The Problem with New Years Resolutions

New Year Resolutions are, by design, made to be broken. There is no practical or compelling reason to leave one’s present comfort zone in life. Why would you or should you? Few of us choose to change until we are compelled or forced. We might choose change if it promises something better than we have today. But that change is usually immediate. The invitation to change is often unexpected and unsought. Jesus says to Peter, “Come, follow me.” The story says that he dropped everything and went. The invitation was better than fixing nets for the rest of his life. 

Change is rare. Yet often, that invitation is the Sacred Threshold to the grand adventure of your life, the beginning of your spiritual maturity and growing into the fullness of your Soul, seeded in you from the very beginning. It’s the Holy “Yes” to new life. 

All of our great spiritual traditions speak to the unfortunate reality that change is necessary for growth. Against your wishes and in deep conflict with your ego, change requires a total surrender that becomes an opening to a pathway of transformational becoming.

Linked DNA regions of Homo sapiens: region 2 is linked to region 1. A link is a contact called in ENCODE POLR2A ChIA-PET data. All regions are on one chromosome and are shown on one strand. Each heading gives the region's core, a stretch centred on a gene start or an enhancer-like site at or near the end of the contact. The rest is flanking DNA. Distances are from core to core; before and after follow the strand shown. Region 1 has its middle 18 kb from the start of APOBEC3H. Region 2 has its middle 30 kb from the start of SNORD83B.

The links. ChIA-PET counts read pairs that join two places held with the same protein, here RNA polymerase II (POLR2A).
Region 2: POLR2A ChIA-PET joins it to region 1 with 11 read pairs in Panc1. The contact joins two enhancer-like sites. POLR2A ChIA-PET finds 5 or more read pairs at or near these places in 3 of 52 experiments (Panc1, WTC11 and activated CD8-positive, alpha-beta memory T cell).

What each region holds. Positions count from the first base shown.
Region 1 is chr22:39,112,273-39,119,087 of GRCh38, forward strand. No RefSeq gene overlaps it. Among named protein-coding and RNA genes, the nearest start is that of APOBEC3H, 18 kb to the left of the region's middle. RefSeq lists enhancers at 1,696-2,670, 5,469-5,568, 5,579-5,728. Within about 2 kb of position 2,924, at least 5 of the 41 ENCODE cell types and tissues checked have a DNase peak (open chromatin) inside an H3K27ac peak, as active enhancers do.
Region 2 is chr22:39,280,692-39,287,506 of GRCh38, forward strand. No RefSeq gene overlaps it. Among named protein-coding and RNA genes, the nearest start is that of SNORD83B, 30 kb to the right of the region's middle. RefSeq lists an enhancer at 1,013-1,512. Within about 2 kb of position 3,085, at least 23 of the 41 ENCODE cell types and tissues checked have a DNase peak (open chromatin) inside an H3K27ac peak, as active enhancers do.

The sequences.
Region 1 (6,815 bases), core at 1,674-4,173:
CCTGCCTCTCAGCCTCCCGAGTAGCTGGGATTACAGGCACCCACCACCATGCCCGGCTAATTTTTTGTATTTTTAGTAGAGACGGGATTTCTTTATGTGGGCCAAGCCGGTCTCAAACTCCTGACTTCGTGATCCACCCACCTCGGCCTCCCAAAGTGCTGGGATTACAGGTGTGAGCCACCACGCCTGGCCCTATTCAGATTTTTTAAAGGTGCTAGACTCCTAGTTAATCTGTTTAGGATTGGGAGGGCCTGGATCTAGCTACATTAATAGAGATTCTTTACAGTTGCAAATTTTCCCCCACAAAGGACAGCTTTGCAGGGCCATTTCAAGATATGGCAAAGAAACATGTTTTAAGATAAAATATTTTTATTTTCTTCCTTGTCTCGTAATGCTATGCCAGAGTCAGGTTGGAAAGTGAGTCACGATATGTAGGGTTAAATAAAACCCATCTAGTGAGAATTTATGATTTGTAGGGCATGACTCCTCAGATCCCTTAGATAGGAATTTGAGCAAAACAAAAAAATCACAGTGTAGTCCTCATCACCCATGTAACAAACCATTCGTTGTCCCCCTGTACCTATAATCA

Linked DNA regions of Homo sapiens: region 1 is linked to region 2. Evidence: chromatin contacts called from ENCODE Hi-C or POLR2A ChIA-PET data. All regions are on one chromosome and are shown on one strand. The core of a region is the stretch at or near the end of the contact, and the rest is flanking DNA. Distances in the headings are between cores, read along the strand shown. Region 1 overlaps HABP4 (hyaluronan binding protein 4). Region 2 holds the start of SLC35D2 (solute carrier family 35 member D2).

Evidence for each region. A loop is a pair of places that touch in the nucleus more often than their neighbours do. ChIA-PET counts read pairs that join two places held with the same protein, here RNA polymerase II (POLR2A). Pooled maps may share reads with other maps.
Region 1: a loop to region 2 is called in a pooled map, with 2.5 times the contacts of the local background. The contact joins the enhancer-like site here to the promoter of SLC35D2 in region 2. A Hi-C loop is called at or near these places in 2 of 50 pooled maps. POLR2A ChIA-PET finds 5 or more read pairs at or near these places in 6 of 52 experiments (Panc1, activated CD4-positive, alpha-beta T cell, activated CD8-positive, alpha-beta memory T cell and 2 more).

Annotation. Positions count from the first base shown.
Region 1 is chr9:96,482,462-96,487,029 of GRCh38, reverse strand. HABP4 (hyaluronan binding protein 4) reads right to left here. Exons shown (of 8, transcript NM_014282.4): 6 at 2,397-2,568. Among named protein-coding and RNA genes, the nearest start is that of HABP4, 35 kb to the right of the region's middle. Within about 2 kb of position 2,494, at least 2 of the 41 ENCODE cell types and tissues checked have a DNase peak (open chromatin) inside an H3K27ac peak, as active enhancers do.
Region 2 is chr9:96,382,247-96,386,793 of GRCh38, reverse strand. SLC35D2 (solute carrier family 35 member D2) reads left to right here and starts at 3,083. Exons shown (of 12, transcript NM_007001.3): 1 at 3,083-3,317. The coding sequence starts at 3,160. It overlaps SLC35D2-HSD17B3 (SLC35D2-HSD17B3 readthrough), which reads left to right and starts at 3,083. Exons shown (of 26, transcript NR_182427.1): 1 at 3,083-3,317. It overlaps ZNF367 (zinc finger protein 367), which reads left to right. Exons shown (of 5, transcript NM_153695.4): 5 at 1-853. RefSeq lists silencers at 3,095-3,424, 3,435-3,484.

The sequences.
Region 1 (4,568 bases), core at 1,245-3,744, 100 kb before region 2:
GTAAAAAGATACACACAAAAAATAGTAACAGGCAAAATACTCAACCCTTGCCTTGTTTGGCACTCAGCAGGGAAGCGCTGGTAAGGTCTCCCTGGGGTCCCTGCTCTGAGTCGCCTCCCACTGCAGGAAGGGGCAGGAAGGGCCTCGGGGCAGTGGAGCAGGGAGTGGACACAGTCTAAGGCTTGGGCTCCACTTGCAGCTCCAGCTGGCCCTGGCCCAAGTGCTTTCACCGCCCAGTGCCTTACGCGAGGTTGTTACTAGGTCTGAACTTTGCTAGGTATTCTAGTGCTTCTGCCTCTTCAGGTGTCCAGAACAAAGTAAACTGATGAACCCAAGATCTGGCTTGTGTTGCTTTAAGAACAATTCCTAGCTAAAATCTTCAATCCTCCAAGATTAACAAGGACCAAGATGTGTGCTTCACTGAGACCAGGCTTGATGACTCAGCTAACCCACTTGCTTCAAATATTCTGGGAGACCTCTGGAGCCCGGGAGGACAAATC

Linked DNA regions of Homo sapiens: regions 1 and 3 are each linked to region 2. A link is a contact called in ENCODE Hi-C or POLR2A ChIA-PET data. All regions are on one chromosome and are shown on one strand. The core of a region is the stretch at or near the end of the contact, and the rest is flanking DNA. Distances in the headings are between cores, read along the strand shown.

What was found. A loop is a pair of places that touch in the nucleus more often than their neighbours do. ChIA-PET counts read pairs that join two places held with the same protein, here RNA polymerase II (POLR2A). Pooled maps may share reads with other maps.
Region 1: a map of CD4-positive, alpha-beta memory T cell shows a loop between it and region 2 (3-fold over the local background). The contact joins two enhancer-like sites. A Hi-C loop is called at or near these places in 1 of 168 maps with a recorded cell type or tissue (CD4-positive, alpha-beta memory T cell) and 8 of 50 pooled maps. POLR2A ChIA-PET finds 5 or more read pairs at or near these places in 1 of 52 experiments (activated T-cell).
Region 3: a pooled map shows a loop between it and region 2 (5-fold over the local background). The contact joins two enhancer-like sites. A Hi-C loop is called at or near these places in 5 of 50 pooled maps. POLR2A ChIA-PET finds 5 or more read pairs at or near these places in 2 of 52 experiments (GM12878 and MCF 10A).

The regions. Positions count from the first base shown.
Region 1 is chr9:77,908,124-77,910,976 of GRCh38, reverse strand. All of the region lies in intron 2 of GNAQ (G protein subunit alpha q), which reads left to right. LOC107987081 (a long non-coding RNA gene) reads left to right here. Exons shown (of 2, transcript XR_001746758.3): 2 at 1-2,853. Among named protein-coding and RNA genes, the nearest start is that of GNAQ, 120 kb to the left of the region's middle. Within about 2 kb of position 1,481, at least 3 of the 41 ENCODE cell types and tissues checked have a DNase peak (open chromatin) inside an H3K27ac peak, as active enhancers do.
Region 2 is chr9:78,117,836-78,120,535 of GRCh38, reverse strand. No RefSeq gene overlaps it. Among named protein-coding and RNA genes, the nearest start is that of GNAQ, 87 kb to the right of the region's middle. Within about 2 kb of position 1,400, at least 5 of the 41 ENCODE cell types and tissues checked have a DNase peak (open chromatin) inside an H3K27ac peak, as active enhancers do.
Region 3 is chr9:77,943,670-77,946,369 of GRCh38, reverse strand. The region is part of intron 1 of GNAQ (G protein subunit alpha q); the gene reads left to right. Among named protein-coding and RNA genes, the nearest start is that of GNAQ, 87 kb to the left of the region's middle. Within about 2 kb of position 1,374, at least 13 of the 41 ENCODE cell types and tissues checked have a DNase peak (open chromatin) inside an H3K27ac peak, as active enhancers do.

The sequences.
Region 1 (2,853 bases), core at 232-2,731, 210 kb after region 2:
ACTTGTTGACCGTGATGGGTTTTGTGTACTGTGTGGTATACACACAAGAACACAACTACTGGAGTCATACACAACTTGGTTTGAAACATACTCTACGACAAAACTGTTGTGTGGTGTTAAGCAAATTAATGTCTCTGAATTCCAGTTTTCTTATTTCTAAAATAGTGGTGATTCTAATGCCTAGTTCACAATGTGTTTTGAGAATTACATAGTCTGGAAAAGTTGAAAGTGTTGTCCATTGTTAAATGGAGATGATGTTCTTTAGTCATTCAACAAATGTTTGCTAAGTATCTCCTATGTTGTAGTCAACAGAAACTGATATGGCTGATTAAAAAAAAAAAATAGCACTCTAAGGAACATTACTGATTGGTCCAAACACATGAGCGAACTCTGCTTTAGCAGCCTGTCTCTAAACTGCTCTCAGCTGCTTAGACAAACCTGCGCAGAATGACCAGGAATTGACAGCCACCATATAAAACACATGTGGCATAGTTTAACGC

Rarely do you find something that you were missing or become someone you were not. Instead, it’s that Someone finds you. You are grabbed, held, and loved by Someone. As Teresa of Avila once wrote, “you find God in yourself and yourself in God.” In that embrace, you become new. 

This year, instead of resolutions, I offer you the blessing that a dear friend of mine wrote. Her words speak to the shape of this journey, to living in such a way that we surrender, grow and heal. 

May we each continue those endeavors that bring us meaning and joy.
May we do what we can to respect and heal our bodies, minds and spirits.
May we accept with grace those things we cannot change.
May we continue to deeply connect to the natural world and gain sustenance from it.
May we continue to bathe ourselves in gratitude, 
  including our walking together on this journey of life,
  whether it be smooth sailing or traversing rocky terrain.


We are in this together,

Cameron

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